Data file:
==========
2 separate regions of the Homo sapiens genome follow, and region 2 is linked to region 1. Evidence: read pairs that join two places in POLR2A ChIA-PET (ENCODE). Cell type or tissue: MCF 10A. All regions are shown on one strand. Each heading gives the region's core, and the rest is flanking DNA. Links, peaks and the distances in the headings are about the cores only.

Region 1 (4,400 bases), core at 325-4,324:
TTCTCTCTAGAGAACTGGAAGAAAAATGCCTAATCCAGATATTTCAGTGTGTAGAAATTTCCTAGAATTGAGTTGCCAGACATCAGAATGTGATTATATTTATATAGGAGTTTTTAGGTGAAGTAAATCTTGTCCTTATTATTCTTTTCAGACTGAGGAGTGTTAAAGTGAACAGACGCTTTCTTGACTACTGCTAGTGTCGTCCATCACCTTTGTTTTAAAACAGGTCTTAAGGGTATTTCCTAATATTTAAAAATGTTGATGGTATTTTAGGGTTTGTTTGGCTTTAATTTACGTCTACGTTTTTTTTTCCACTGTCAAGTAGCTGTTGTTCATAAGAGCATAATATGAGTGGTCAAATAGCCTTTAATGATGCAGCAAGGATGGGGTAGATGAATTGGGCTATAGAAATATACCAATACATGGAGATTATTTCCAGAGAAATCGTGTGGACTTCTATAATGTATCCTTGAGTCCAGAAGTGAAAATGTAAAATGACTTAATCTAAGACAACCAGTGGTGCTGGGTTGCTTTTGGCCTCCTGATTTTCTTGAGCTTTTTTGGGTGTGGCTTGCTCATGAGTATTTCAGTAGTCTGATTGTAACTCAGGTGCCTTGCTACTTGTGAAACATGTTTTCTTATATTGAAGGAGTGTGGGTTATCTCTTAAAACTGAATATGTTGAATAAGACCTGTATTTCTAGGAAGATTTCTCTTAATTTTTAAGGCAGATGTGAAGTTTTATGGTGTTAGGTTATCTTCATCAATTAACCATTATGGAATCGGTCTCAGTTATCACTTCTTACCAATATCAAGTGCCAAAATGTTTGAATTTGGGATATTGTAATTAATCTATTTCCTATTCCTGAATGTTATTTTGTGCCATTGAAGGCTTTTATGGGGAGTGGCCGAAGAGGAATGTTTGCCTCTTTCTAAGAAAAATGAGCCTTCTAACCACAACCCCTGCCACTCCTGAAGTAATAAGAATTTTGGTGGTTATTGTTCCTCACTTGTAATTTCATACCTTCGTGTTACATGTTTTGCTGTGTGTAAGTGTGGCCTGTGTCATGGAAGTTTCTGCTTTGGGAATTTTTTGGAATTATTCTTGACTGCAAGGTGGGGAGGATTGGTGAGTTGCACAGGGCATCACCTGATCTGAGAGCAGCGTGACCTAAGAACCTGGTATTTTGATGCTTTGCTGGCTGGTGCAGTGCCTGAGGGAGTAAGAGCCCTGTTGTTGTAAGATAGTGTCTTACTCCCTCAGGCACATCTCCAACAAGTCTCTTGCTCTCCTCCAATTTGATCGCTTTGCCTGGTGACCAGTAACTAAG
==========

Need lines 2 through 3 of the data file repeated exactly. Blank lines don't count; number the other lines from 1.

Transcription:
Region 1 (4,400 bases), core at 325-4,324:
TTCTCTCTAGAGAACTGGAAGAAAAATGCCTAATCCAGATATTTCAGTGTGTAGAAATTTCCTAGAATTGAGTTGCCAGACATCAGAATGTGATTATATTTATATAGGAGTTTTTAGGTGAAGTAAATCTTGTCCTTATTATTCTTTTCAGACTGAGGAGTGTTAAAGTGAACAGACGCTTTCTTGACTACTGCTAGTGTCGTCCATCACCTTTGTTTTAAAACAGGTCTTAAGGGTATTTCCTAATATTTAAAAATGTTGATGGTATTTTAGGGTTTGTTTGGCTTTAATTTACGTCTACGTTTTTTTTTCCACTGTCAAGTAGCTGTTGTTCATAAGAGCATAATATGAGTGGTCAAATAGCCTTTAATGATGCAGCAAGGATGGGGTAGATGAATTGGGCTATAGAAATATACCAATACATGGAGATTATTTCCAGAGAAATCGTGTGGACTTCTATAATGTATCCTTGAGTCCAGAAGTGAAAATGTAAAATGACTTAATCTAAGACAACCAGTGGTGCTGGGTTGCTTTTGGCCTCCTGATTTTCTTGAGCTTTTTTGGGTGTGGCTTGCTCATGAGTATTTCAGTAGTCTGATTGTAACTCAGGTGCCTTGCTACTTGTGAAACATGTTTTCTTATATTGAAGGAGTGTGGGTTATCTCTTAAAACTGAATATGTTGAATAAGACCTGTATTTCTAGGAAGATTTCTCTTAATTTTTAAGGCAGATGTGAAGTTTTATGGTGTTAGGTTATCTTCATCAATTAACCATTATGGAATCGGTCTCAGTTATCACTTCTTACCAATATCAAGTGCCAAAATGTTTGAATTTGGGATATTGTAATTAATCTATTTCCTATTCCTGAATGTTATTTTGTGCCATTGAAGGCTTTTATGGGGAGTGGCCGAAGAGGAATGTTTGCCTCTTTCTAAGAAAAATGAGCCTTCTAACCACAACCCCTGCCACTCCTGAAGTAATAAGAATTTTGGTGGTTATTGTTCCTCACTTGTAATTTCATACCTTCGTGTTACATGTTTTGCTGTGTGTAAGTGTGGCCTGTGTCATGGAAGTTTCTGCTTTGGGAATTTTTTGGAATTATTCTTGACTGCAAGGTGGGGAGGATTGGTGAGTTGCACAGGGCATCACCTGATCTGAGAGCAGCGTGACCTAAGAACCTGGTATTTTGATGCTTTGCTGGCTGGTGCAGTGCCTGAGGGAGTAAGAGCCCTGTTGTTGTAAGATAGTGTCTTACTCCCTCAGGCACATCTCCAACAAGTCTCTTGCTCTCCTCCAATTTGATCGCTTTGCCTGGTGACCAGTAACTAAG